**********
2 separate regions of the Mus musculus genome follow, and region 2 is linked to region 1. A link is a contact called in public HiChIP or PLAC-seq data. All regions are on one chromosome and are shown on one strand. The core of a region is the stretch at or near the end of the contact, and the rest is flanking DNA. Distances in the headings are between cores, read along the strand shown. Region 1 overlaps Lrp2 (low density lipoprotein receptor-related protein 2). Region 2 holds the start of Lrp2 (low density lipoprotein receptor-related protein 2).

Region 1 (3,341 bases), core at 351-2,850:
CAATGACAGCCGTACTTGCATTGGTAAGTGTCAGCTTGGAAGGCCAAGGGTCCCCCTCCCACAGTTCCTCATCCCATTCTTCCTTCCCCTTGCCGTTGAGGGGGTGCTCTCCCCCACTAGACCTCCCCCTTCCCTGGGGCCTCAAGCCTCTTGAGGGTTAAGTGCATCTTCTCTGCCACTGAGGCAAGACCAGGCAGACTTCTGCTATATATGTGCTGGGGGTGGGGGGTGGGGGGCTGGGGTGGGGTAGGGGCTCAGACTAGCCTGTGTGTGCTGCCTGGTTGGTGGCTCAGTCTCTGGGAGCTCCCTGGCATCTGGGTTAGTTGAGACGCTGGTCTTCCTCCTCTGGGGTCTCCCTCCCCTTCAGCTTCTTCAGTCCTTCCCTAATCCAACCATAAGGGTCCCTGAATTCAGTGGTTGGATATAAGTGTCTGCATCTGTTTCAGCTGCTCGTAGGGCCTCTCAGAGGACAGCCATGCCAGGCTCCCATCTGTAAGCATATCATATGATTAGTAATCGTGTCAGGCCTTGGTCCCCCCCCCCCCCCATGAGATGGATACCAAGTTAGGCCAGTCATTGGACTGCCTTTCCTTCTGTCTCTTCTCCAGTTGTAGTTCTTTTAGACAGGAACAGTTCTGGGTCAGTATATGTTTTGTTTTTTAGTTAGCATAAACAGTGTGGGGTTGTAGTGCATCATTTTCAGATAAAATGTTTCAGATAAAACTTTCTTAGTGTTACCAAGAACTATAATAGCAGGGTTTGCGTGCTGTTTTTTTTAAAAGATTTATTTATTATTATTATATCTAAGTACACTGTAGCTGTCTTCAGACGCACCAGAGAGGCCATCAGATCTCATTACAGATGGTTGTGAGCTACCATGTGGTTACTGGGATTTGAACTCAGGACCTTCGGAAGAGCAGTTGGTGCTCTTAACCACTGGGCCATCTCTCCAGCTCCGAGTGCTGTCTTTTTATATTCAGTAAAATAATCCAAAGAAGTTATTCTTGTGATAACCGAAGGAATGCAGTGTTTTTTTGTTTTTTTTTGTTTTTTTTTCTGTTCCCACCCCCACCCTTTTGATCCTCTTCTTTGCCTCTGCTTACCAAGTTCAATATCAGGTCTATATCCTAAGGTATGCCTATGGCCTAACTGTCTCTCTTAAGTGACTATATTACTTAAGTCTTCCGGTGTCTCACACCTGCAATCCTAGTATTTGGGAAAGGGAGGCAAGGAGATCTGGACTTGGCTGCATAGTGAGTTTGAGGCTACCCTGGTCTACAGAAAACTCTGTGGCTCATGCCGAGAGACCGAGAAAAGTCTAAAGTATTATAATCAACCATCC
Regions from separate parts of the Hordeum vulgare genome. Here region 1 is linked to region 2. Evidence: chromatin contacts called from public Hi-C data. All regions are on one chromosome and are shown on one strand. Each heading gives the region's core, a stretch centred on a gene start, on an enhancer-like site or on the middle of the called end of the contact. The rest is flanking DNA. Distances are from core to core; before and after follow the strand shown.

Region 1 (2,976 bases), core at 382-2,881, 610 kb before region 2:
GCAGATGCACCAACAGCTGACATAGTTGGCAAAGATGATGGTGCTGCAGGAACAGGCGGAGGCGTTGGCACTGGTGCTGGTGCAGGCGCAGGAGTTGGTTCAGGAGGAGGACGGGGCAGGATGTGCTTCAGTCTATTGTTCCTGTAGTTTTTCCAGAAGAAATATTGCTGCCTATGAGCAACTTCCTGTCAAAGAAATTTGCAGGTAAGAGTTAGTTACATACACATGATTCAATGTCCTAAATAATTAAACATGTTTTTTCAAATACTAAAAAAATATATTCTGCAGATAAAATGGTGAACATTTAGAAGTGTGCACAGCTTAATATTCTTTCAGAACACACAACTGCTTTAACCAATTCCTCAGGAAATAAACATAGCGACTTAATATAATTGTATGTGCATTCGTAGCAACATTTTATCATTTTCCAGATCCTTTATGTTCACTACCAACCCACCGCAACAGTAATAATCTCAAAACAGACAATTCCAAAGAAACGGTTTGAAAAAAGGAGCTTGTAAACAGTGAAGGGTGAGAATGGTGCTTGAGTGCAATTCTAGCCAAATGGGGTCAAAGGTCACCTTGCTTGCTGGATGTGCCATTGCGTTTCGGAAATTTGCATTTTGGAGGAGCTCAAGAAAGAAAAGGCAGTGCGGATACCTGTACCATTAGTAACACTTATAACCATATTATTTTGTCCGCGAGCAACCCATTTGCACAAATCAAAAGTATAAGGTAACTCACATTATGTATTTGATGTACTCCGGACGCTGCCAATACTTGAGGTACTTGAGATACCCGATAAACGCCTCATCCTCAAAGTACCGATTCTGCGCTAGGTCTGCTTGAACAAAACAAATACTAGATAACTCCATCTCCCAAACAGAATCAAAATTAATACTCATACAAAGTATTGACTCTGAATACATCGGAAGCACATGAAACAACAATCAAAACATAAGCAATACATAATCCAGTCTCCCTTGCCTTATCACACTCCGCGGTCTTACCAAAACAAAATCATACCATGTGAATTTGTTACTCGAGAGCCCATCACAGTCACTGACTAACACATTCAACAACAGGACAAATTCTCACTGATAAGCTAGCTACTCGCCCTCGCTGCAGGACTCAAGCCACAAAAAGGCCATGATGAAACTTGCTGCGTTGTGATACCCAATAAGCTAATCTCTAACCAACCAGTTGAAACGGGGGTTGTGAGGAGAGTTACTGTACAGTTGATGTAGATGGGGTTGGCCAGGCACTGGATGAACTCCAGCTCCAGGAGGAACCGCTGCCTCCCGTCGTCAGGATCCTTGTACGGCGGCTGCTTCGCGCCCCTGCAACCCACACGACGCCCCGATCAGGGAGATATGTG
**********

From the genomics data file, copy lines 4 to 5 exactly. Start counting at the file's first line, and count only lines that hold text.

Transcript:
Regions from separate parts of the Hordeum vulgare genome. Here region 1 is linked to region 2. Evidence: chromatin contacts called from public Hi-C data. All regions are on one chromosome and are shown on one strand. Each heading gives the region's core, a stretch centred on a gene start, on an enhancer-like site or on the middle of the called end of the contact. The rest is flanking DNA. Distances are from core to core; before and after follow the strand shown.

Region 1 (2,976 bases), core at 382-2,881, 610 kb before region 2: